I'm the first to admit that the Spanish Islands never feature in my list of travel targets as I tend to, rightly or wrongly, associate them with drunk British tourists and family holidays. I know this means I'm missing out on all the history and culture that lies beneath the surface, so I thought I'd check out the historic city of Palma in Mallorca and see what sights it had to offer.
The beautiful La Seu Cathedral
La Seu Cathedral: This Gothic Roman Catholic gem sits in the centre of Palma's historic old town and has taken pride of place since the early 1600s, looking out over the Mediterranean sea and the popular Parque de la Mar.
Gaudi was famously asked to assist with restoration project but resigned his position after a fall out in 1914, before many of his ideas were put into place. One of the only changes made was the addition of a large canopy, which remains in place today.
Parque de la Mar:
This public space is popular with tourists and locals alike and was created from reclaimed land on the coast in front of the impressive La Seu. The park flourishes with the beautiful Med backdrop and boasts a huge fountain and artificial sea lake, as well as cafes, bars and an auditorium.
In the summer, the space is used to events and concerts, as well as an open-air cinema that projects movies on to a floating screen positioned in the lake.
Passeig del Born: If you're prone to a bit of shopping, or just want to chill out in Palma's exclusive boutique-lined street, then the city's head 'Golden Mile' is a must see location. With Prada, Vuitton, Hugo Boss and Zara, to name a few, you can flex your credit card and enjoy a coffee (or something stronger) at one of the many neighbourhood cafes and bars.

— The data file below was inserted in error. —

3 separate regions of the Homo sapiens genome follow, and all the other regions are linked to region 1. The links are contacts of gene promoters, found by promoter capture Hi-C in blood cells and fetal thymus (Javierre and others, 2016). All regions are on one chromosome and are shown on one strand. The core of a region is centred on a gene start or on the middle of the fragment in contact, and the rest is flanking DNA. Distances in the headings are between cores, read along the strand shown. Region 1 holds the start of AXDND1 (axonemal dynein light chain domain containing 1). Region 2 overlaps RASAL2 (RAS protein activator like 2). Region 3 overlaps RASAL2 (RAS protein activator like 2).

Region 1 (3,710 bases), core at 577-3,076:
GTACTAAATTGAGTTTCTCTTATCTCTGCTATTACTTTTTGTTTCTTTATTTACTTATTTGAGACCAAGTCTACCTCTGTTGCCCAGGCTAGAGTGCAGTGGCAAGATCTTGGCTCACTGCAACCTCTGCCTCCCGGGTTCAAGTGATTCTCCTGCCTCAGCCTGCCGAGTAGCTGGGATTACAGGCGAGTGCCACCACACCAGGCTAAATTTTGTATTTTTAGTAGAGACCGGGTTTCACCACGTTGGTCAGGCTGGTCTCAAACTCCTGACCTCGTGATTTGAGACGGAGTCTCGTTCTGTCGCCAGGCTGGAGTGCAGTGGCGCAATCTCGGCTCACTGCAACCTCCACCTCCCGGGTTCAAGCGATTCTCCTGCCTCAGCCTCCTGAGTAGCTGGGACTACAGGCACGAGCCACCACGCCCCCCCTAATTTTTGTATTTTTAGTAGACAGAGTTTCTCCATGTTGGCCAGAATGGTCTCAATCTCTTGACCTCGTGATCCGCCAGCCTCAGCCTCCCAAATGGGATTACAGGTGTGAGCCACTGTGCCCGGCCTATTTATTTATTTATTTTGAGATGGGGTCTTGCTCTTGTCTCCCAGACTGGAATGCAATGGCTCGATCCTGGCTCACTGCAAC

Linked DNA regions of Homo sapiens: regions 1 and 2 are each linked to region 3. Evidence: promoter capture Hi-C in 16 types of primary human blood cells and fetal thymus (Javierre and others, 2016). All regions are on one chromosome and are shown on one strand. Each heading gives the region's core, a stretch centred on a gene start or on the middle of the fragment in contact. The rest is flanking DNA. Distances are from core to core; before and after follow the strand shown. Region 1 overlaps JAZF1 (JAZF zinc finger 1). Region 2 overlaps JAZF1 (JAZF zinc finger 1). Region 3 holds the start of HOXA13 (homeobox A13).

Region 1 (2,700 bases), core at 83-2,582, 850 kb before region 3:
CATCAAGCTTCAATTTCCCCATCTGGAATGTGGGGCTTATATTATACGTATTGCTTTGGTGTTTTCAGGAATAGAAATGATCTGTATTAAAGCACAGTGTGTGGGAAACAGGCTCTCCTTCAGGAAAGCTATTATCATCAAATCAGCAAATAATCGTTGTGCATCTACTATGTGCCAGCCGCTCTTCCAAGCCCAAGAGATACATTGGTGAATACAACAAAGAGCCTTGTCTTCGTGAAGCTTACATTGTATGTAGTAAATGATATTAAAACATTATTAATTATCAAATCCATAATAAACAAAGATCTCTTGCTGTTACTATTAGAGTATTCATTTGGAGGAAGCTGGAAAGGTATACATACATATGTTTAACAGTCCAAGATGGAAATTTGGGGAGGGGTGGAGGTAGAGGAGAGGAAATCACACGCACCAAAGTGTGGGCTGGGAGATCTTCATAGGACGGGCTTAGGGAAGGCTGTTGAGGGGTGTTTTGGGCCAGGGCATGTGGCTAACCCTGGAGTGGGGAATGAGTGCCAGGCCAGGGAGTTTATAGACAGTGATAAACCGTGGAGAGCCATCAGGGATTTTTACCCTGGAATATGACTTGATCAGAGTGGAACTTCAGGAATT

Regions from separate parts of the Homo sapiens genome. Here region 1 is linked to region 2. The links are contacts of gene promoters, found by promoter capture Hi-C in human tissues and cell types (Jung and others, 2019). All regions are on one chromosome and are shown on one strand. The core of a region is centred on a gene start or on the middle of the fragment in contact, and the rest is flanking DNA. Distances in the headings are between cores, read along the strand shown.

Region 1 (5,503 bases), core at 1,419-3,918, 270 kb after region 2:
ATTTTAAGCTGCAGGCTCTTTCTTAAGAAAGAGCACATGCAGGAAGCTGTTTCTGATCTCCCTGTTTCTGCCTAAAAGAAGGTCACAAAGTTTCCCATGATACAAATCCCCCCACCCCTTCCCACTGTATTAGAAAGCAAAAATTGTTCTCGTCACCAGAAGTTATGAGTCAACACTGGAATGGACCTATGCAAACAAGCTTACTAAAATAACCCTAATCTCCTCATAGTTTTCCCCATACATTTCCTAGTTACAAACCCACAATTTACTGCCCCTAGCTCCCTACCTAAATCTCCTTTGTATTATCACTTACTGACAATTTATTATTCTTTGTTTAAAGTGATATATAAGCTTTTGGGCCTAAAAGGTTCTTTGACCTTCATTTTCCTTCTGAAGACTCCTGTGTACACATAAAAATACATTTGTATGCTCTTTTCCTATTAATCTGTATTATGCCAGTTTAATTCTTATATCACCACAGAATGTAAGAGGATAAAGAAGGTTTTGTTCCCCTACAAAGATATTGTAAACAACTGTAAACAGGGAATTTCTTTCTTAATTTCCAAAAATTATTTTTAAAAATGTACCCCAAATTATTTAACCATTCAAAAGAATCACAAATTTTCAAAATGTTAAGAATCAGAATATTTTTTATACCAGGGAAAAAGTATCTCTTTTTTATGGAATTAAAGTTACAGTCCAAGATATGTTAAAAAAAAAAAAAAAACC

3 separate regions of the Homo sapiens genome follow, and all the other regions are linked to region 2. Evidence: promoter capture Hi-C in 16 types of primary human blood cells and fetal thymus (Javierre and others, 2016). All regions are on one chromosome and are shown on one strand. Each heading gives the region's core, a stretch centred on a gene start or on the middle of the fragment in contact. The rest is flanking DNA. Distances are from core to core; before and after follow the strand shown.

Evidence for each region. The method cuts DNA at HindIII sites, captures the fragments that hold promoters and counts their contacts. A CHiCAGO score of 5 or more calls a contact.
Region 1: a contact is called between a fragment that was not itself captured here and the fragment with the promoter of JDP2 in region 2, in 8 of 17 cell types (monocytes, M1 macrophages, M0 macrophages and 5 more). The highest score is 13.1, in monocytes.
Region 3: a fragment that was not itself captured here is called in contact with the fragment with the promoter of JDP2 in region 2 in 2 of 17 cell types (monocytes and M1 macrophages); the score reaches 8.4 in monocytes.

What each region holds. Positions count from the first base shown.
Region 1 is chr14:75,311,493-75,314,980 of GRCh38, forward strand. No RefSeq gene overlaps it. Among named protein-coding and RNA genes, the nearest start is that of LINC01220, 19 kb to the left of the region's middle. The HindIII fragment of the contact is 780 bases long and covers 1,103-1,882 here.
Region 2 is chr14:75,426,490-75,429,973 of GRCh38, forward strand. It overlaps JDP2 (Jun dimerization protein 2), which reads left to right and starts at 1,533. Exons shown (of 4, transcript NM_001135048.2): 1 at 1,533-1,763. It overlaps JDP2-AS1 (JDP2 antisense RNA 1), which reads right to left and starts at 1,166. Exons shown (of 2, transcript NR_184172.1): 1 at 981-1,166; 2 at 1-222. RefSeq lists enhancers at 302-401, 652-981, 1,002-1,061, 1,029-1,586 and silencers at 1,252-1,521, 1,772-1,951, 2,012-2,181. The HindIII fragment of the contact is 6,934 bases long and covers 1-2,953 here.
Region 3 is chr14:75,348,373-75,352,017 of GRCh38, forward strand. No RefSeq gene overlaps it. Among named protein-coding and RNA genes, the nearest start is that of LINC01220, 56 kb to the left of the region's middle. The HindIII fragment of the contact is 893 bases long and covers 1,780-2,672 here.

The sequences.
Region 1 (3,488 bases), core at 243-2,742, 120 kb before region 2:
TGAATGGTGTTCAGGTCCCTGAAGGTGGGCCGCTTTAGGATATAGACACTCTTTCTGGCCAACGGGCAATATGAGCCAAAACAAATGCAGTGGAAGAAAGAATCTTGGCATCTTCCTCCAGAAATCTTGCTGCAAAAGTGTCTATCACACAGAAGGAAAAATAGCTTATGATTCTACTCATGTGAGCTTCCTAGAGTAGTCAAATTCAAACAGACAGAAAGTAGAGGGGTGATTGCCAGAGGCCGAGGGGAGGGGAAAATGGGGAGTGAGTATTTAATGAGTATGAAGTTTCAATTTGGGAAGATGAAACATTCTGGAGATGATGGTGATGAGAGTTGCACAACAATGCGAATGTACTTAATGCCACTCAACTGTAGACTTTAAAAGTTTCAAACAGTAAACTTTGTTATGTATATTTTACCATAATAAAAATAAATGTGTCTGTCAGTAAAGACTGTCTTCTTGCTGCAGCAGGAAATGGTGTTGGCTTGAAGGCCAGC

The street was once renamed in honour of General Franco, but the change didn't take and it has always remained as 'the Born'.
Basilica de Sant Francesc: This 13th Century Franciscan monastery and basilica stands in the square of the same name and is a huge sandstone structure, housing the remains of Ramon Llull, who was a Spanish mystic who met a messy (and painful) death when he was stoned for trying to convert Muslims. That'll teach him, I suppose.
Anyway, the church is magnificent and the cloisters and tree lined courtyard are incredible. You will need a ticket to enter, but you can pick one up there. If you have time to see the structure lit up at night, it's well worth the trip back after closing.
Palau de l'Almudaina: Sitting opposite Palma's Cathedral is this impressive Palace, which has Moorish and Gothic influences and now acts as the headquarters for the military. Although no longer used as an actual palace, the King of Spain (obvs...) still uses the building to host formal gatherings, so you can rest assured that it's not a bad spot.
If it takes your fancy, you can visit the Royal Apartments while you're there. You know, just to see how they compare to your own home, and there's also a charming restaurant and coffee shop on site for taking a break from all the sightseeing.